Cellar? I Barely Knew Her!
With many seasonal beers being released that fit the bill for perfect cellaring (high in alcohol, high in malt, low in hops), now is a great time to start your own beer cellar if you haven’t already. You need nothing fancy—just a consistent space and a few beers to put in it. How crazy you get with the setup is up to you. Here are a few tips to help you along.
The area you use to cellar your beer has to have three characteristics: darkness, coolness and consistency.
Darkness: Light—whether it’s natural or artificial—is a great way to skunk your beer. Even putting the beer in an oft-used basement room where the light will be turned on and off can help in ruining your beer, so you’ll want to keep it in a corner or closet that gets very little light (and preferably none at all). If this isn’t an option, an old case should work just fine, as long as it’s big enough to cover the bottles—a wine box should be big enough for your bombers.
Coolness: Beer loves cool temperatures, and while there are various ranges, 50-55 F seems to be the agreed upon average. If you let your beer get too warm, it will shorten its shelf life. If you let the beer get too cold, it will get cloudy with “chill haze.”
Consistency: One of the best ways to ruin your beer and waste your cellaring efforts is to put it in a place with inconsistent light or temperature. Don’t put it in a corner with a vent that will heat up in the winter and cool down in the summer, or in a room where the lights will be going on and off constantly.
The best beers to cellar, as I briefly touched on at the beginning, are those with high alcohol (8% or higher), lots of malt, and little hops (the bittering oils from hops fade over time). These elements will work together over time to bring out a variety of flavors in the beer. You know how chili and soup always taste better after a day or two when the flavors all have time to mingle? Beer works that way, only with a more drawn out timeframe.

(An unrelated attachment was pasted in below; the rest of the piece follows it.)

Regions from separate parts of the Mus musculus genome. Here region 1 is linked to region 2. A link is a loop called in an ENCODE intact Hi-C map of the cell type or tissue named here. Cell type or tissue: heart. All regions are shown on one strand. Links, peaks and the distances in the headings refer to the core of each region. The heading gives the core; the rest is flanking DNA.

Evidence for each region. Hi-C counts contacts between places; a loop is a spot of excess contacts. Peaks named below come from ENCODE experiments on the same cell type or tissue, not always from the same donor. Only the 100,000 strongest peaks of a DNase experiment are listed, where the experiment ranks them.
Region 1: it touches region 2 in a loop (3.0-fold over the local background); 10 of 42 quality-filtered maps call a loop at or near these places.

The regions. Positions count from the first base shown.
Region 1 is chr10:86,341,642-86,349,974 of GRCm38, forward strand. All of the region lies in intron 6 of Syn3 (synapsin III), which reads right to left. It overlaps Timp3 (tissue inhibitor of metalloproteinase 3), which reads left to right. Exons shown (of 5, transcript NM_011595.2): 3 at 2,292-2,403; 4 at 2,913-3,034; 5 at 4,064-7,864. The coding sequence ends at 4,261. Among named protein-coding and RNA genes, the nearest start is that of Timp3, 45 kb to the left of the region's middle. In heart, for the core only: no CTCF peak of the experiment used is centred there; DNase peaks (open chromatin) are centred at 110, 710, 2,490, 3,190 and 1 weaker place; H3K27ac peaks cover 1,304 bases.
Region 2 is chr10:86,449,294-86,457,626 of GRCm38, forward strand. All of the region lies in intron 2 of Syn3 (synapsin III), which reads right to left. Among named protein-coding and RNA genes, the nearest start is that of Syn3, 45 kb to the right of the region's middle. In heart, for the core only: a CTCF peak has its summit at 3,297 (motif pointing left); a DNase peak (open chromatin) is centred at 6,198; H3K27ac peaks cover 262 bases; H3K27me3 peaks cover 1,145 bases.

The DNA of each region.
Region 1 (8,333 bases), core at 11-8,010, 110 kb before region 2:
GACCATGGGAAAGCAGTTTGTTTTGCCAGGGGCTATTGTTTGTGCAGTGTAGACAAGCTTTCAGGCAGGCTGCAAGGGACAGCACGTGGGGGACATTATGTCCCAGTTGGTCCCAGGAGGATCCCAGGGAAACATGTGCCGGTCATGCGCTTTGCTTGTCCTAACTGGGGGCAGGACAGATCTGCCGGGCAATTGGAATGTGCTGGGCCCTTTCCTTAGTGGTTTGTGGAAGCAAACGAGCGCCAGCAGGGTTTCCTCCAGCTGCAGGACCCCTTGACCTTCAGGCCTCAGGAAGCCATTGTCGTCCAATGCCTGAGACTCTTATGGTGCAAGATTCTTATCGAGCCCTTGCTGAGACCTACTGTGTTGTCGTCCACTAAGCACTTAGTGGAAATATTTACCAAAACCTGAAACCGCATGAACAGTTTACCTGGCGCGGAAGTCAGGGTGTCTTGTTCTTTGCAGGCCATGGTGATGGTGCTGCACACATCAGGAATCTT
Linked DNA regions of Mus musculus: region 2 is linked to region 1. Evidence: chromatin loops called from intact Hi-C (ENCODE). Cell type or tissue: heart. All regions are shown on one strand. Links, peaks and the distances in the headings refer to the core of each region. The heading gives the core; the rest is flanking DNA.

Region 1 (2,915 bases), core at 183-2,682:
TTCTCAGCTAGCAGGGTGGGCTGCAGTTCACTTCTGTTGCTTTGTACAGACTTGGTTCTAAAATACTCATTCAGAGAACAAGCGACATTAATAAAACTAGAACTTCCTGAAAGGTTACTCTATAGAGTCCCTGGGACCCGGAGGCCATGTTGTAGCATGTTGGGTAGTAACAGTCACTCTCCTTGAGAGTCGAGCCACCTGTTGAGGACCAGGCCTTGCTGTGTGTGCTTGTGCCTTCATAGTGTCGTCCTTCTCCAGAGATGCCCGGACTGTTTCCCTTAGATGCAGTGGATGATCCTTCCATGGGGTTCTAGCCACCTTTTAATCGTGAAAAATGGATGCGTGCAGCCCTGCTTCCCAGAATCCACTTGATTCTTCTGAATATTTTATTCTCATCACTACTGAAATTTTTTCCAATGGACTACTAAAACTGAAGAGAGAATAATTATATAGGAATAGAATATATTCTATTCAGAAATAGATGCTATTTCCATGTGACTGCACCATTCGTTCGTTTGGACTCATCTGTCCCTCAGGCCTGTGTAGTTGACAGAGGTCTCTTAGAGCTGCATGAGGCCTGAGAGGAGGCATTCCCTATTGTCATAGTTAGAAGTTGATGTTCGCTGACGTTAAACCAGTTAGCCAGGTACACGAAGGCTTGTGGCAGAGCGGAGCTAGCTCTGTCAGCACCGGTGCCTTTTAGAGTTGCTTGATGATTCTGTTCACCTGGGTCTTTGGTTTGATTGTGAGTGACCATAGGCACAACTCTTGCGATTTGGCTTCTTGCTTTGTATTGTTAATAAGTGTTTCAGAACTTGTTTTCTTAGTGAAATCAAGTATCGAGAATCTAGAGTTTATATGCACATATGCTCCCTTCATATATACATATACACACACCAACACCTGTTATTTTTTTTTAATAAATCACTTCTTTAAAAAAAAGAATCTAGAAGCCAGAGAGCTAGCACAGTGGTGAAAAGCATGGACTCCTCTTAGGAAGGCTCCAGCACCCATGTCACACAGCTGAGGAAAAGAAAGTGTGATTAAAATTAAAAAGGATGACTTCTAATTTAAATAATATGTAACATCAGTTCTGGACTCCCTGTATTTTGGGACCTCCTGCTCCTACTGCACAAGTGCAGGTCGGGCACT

Lots of good winter beers coming out soon, like stouts and porters, will do well with a little cellaring. The imperial versions will work even better, and any variations like chocolate stouts and espresso porters will evolve over time as well. Also look for bottle conditioned ales—this means the yeast is left in the bottle to continue to ferment the beer. With the little guys still hanging around, much, much more will be able to develop over time. Barrel-aged beers are good, as well as sours and strong ales. Any kind of brewer’s reserve/vertical/yearly release will do well, as they brewer usually means for them to be held on to for a time and tasted with subsequent years’ versions. Some beers, like Dogfish Head and Sierra Nevada’s collaborative Life and Limb, actually ask you to cellar if for a while before drinking.
Remember to buy at least two of every beer, one to taste now and one to age. There’s little use in tasting the changes in a beer if you don’t have anything to compare them to. You can certainly buy more if you like and age them different lengths to taste the changes each year.
What To Do?
Now that you’ve got the beer and the space, there are only a few things left to do. First, be sure to mark your bottles with the date you put them in your cellar. This will help avoid forgetting when the bottle was cellared and causing you to drink it too early or too late, therefore spoiling the time you waited for it.
Store your bottles upright. There are some who would argue to use the wine-storing method of laying the bottles on their sides, but BeerAdvocate has a list of convincing arguments against that. You can do it however you like, but it seems more and more people are opting to go with upright bottles.
Finally, don’t drink your beer. It’s hard once you get your hands on something like, say, a Dogfish Head 120 Minute or a rare Cantillon, but don’t give in! You will be greatly rewarded for your patience when the time comes.
Has anyone started a cellar recently or been cellaring beer for a while? Leave any tips and tricks—or horror stories—you’ve come across in the comments section.